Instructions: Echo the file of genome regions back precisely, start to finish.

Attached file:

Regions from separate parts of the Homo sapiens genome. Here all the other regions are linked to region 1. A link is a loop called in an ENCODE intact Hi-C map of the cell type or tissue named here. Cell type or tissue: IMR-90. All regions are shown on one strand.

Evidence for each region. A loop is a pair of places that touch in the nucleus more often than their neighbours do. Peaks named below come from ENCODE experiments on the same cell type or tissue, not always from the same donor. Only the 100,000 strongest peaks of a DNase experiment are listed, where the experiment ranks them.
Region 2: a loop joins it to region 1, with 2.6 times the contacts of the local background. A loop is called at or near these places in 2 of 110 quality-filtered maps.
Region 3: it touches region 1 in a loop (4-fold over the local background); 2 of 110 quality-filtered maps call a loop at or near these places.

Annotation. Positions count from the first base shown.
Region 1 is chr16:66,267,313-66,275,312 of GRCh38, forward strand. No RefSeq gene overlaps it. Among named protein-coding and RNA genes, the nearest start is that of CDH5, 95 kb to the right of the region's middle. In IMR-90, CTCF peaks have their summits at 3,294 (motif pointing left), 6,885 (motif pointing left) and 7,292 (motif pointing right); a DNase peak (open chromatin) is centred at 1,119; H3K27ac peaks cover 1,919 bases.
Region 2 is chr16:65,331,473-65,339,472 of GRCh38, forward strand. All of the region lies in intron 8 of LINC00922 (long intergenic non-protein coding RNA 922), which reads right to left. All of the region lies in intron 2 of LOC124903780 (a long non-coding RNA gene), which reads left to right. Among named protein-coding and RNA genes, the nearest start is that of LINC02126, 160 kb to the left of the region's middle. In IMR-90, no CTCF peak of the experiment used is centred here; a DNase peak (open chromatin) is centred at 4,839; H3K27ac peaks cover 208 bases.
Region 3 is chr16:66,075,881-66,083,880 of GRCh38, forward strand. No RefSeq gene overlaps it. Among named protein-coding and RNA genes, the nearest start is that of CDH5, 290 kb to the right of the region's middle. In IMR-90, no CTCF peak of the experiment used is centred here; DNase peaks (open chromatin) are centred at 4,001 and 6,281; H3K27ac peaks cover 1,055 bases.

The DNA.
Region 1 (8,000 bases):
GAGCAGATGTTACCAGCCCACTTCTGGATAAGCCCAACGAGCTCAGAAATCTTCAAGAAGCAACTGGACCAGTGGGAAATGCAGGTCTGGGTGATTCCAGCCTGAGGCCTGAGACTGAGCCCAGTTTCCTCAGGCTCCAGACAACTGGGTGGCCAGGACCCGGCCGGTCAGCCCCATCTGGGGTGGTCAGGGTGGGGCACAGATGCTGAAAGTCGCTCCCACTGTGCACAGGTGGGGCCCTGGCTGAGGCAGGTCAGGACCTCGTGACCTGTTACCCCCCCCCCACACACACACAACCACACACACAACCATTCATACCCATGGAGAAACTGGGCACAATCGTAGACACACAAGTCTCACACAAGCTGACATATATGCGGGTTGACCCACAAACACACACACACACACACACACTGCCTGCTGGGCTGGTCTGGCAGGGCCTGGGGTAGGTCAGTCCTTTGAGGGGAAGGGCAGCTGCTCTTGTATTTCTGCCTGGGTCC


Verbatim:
Regions from separate parts of the Homo sapiens genome. Here all the other regions are linked to region 1. A link is a loop called in an ENCODE intact Hi-C map of the cell type or tissue named here. Cell type or tissue: IMR-90. All regions are shown on one strand.

Evidence for each region. A loop is a pair of places that touch in the nucleus more often than their neighbours do. Peaks named below come from ENCODE experiments on the same cell type or tissue, not always from the same donor. Only the 100,000 strongest peaks of a DNase experiment are listed, where the experiment ranks them.
Region 2: a loop joins it to region 1, with 2.6 times the contacts of the local background. A loop is called at or near these places in 2 of 110 quality-filtered maps.
Region 3: it touches region 1 in a loop (4-fold over the local background); 2 of 110 quality-filtered maps call a loop at or near these places.

Annotation. Positions count from the first base shown.
Region 1 is chr16:66,267,313-66,275,312 of GRCh38, forward strand. No RefSeq gene overlaps it. Among named protein-coding and RNA genes, the nearest start is that of CDH5, 95 kb to the right of the region's middle. In IMR-90, CTCF peaks have their summits at 3,294 (motif pointing left), 6,885 (motif pointing left) and 7,292 (motif pointing right); a DNase peak (open chromatin) is centred at 1,119; H3K27ac peaks cover 1,919 bases.
Region 2 is chr16:65,331,473-65,339,472 of GRCh38, forward strand. All of the region lies in intron 8 of LINC00922 (long intergenic non-protein coding RNA 922), which reads right to left. All of the region lies in intron 2 of LOC124903780 (a long non-coding RNA gene), which reads left to right. Among named protein-coding and RNA genes, the nearest start is that of LINC02126, 160 kb to the left of the region's middle. In IMR-90, no CTCF peak of the experiment used is centred here; a DNase peak (open chromatin) is centred at 4,839; H3K27ac peaks cover 208 bases.
Region 3 is chr16:66,075,881-66,083,880 of GRCh38, forward strand. No RefSeq gene overlaps it. Among named protein-coding and RNA genes, the nearest start is that of CDH5, 290 kb to the right of the region's middle. In IMR-90, no CTCF peak of the experiment used is centred here; DNase peaks (open chromatin) are centred at 4,001 and 6,281; H3K27ac peaks cover 1,055 bases.

The DNA.
Region 1 (8,000 bases):
GAGCAGATGTTACCAGCCCACTTCTGGATAAGCCCAACGAGCTCAGAAATCTTCAAGAAGCAACTGGACCAGTGGGAAATGCAGGTCTGGGTGATTCCAGCCTGAGGCCTGAGACTGAGCCCAGTTTCCTCAGGCTCCAGACAACTGGGTGGCCAGGACCCGGCCGGTCAGCCCCATCTGGGGTGGTCAGGGTGGGGCACAGATGCTGAAAGTCGCTCCCACTGTGCACAGGTGGGGCCCTGGCTGAGGCAGGTCAGGACCTCGTGACCTGTTACCCCCCCCCCACACACACACAACCACACACACAACCATTCATACCCATGGAGAAACTGGGCACAATCGTAGACACACAAGTCTCACACAAGCTGACATATATGCGGGTTGACCCACAAACACACACACACACACACACACTGCCTGCTGGGCTGGTCTGGCAGGGCCTGGGGTAGGTCAGTCCTTTGAGGGGAAGGGCAGCTGCTCTTGTATTTCTGCCTGGGTCC